In this mode, HeaderFile would be munged with the replacement wildcard “*.h”, just like mungeJuce, but there would be no output. The purpose of munging would be just to fill in the variables alreadyIncludedFiles and includesToIgnore. Then, TemplateFile would be munged for real, like normal, except that the two variables alreadyIncludedFiles and includesToIgnore would be filled in properly.

It would also be really cool if there could be a default option for “FileToReplaceWildcard” that replicated the list in mungeJuce (".cpp;.c;.h;.mm;*.m"). Here’s what I’m thinking:

If you want, I can make all these changes myself, test them, and email you a new Main.cpp for amalgamator.


#2

Well, yeah, I did kind of write it to do one specific job! More than happy to look at your changes if you want to send them over, but note that I’ve removed the amalgamator project from the new modules branch to avoid any confusion.

Thinking of ways in which I might want to support amalgamation in the future, I did think that it could be a good alternative for the two current ways of including a module with the introjucer. At the moment, it’ll let you either reference some external module files from your project, or it will create a copy of the module within your project’s folder. There could be another alternative where it copies an amalgamated header and cpp file into your project folder, generating them on the fly. (But of course you hate the introjucer and wouldn’t want that)


#3

:frowning: :frowning: :frowning: How much time to we have before you freeze the old branch? I would like to put in the new amalgamator that has those features I talked about into the old branch before you freeze it, so that it works for that branch. I haven’t written the code yet, but it shouldn’t take more than a few hours to put in and test. If you give me the green light that we can get this new amalgamator into the last revision of the old branch I will get to work on it.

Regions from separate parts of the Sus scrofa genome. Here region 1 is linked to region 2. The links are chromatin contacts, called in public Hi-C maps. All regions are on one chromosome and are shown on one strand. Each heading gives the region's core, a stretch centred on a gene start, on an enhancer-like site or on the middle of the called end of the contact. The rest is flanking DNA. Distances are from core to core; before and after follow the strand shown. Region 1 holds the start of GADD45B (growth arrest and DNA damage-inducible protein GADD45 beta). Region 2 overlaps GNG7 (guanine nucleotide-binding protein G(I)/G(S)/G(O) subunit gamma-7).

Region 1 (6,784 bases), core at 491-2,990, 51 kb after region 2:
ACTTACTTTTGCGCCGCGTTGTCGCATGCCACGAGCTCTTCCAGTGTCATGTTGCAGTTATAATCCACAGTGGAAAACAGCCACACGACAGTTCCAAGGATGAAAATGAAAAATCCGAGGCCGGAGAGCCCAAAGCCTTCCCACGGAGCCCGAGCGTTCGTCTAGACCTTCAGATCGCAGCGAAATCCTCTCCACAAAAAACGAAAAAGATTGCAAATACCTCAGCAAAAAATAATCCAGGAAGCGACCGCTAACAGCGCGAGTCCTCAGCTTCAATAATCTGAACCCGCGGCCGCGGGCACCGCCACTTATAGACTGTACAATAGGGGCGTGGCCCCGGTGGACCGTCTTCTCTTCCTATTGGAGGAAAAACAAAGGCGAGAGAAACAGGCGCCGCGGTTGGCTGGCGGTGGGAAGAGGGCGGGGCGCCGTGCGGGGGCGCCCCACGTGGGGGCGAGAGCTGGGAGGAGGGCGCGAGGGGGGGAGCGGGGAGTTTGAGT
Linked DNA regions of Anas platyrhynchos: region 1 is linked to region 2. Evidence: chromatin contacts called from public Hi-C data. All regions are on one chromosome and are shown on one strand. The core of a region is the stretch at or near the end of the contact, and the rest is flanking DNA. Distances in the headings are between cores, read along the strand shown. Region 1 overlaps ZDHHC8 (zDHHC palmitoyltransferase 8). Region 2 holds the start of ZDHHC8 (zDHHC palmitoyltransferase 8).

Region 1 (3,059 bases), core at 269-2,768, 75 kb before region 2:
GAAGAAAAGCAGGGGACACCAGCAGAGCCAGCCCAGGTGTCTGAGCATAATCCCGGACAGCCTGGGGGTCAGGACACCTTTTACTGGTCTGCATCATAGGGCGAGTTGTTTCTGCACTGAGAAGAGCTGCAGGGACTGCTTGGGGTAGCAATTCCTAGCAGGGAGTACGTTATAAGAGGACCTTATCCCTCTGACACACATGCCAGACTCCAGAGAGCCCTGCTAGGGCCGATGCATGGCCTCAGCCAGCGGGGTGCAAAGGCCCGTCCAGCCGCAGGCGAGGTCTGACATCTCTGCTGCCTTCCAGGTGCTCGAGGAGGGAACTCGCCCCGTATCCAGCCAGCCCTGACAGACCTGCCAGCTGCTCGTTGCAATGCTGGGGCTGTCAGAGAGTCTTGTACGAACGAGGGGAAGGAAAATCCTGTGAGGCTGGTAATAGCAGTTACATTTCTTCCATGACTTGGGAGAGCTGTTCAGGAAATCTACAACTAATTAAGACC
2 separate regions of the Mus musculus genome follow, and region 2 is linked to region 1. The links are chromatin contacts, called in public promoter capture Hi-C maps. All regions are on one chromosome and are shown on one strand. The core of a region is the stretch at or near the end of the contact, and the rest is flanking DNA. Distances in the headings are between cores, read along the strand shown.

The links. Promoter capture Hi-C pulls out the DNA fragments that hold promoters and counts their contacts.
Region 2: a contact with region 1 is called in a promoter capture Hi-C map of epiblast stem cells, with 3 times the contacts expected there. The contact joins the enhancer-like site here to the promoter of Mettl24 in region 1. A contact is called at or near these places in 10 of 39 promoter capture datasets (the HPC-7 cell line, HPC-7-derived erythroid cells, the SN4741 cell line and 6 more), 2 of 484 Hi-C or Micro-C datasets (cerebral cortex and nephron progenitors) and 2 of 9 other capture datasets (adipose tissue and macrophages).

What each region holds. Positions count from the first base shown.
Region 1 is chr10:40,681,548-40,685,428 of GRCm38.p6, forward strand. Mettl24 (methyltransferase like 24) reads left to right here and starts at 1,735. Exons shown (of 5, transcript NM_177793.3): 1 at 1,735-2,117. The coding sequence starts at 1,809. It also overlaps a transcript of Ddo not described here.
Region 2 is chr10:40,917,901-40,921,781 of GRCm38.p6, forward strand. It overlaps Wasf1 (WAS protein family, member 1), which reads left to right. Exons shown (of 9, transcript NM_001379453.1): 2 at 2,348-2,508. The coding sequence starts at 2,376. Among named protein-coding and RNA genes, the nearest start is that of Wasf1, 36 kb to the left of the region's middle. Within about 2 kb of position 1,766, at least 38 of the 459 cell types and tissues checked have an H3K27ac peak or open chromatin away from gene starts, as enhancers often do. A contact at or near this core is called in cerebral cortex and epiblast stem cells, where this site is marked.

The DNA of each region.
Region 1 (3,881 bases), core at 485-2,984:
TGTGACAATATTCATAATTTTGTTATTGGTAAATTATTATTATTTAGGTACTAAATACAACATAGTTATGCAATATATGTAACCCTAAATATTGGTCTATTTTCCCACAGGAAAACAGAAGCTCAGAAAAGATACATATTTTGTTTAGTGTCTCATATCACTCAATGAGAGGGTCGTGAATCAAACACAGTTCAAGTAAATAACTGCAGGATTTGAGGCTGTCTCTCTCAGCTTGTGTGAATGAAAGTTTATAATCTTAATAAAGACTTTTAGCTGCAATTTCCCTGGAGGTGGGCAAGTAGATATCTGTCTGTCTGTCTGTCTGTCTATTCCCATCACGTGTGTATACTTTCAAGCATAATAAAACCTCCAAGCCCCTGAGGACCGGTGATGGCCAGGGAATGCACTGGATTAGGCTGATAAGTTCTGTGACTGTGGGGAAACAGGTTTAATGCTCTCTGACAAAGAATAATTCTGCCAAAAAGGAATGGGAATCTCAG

Also, there is one other problem that I forgot to mention. XCode 4 generates two errors when compiling juce_amalgamated_template.cpp, because of these lines:

#if JUCE_BUILD_MISC  // (put these in misc to balance the file sizes and avoid problems in iphone build)
#if JUCE_BUILD_CORE && ! JUCE_ONLY_BUILD_CORE_LIBRARY // do these in the core section to help balance the sizes

The problem is the C++ style comment. In my DspFilters project, I had to delete those two comments in order to get the amalgamation to compile. If you could remove those comments, or move them to the previous line, that would be awesome.

I don’t hate IntroJucer in fact its a pretty cool tool! How awesome is a single cross platform application that lets you manage your source code and automatically produce project files for every build environment? And now, it has integrated source code control. Its not that I hate the tool, it is just that our corporate environment philosophy is to depend on as few custom tools as possible for the build process, to minimize risk.


#4

Sure, when you’re ready, just let me know all the stuff that you had to change in that branch and I’ll do some merging.